The Worst Investment You Can Make: Buying a Home

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Dreams die hard. None of us want to give up the belief that we could be a rock star, a billionaire or even the president of the United States. Right now, nearly every 40-something man in this country believes, somewhere deep in the recesses of his mind, that given the chance, he could still play pro ball (some form of ball) -- no matter how much the unvarnished facts would say otherwise.

But perhaps the most quintessential of American dreams is the dream of home ownership. We are taught, generation after generation, to work hard, save up and put down roots by buying a house. And just like those armchair ballplayers, when we buy into that dream, we're deluding ourselves.

In his article, "Five Things Your Need to Know Before Buying a House," author, pundit and successful Wall Street guy James Altucher rejects the home ownership mantra. Among his reasons: "The stress is unbearable when you need to sell. And you have no money when you need it."

Altucher lists various ways in which owning a home can drain one's mental well-being and can become a financial nightmare as well.

Mathematically, it doesn't make sense

When you do the math on home ownership, it's plain that it is one of the worst investments you can make. Consider the purchase of a $350,000 house, which is slightly over the current average U.S. sales price.

In most cases, you will be required to have a 20 percent down payment, or $70,000. This leaves you with a loan balance of $280,000, which at the current interest rate of 4.5 percent for a 30-year fixed mortgage will give you a monthly payment of $1,853.10.

At the end of that mortgage, you will have paid $667,166 in principal and interest –- or $387,116 more than the original loan amount. During that same period, assuming a 1.5 percent rate, you will also have to pay another $126,000 in property taxes. (And there are plenty of places where the tax rate is higher.)

But wait, there's more. Using a 1 percent maintenance rate -- for upkeep, maintenance, and repairs -- you can add another $3,500 per year in costs, bringing the total out-of-pocket costs over 30-years to $898,166.

What Could You Have Done With That Money?

But the dream really fails when you factor in the lost opportunity costs associated with all that money.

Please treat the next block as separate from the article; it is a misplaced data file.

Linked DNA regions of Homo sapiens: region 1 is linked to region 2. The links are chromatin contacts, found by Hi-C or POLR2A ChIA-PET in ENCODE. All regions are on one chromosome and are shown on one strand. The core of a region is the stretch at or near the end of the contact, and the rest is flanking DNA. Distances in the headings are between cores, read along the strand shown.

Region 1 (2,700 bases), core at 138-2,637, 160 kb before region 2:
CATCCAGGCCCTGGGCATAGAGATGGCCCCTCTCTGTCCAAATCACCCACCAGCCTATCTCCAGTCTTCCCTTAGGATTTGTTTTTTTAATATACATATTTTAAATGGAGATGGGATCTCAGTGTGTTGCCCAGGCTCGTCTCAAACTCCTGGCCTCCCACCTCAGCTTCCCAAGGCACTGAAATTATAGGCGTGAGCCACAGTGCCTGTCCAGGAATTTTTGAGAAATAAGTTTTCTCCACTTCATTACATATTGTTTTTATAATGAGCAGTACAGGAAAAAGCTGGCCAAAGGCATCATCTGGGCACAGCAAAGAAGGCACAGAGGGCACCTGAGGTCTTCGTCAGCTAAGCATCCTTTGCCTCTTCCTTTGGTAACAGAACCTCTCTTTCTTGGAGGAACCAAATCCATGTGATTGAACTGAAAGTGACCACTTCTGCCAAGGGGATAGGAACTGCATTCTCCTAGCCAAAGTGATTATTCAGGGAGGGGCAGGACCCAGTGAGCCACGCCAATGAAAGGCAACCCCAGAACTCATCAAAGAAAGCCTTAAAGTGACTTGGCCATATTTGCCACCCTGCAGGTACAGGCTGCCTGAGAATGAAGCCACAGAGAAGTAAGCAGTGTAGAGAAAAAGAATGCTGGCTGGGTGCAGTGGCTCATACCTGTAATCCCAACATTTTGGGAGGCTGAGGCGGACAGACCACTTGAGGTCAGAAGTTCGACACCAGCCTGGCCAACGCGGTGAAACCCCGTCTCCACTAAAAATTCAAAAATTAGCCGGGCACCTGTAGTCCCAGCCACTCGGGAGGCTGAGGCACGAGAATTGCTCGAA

Since you have to live somewhere, let's assume you could find a similar rental home for 75 percent of your monthly mortgage payment, or roughly $1,400 per month. Then say that you invested that $70,000 down payment in the stock market, which has averaged a 9.4 percent return over the last 100 years.

Then, each year, you add to your investment the difference between your rent payment and potential mortgage payment, as well as the money you save by not paying for property taxes, maintenance and other costs of home ownership.

After 30 years, you would have nearly $3 million in your portfolio.

Of course there are numerous tweaks you can make to this scenario -– for example, factoring in your home's price appreciation or the tax benefits -– but no matter how you slice it, owning a home doesn't come anywhere close to making financial sense.

20 Ways to Slice and Dice the Inputs

Don't believe me? Check out this super cool interactive calculator that the New York Times created. It allows you to input over 20 variables to try and justify owning vs. renting. See if you can make the math work out in favor of home ownership.

Proponents of owning will tell you that there are certain intangibles associated with purchasing your home that trump mere financial considerations. The sense of community. The feeling of planting roots. The ability to change or redesign your house at will. And all of these points are valid, and may tip the scales for some in this debate.

But facts are facts. You can rationalize whatever reasons you want for owning vs. renting, but numbers don't lie, and it's important to at least go into the process with eyes wide open.

Brian Lund's blog offers more on personal finance, the stock market, investing and the secret to eternal life.

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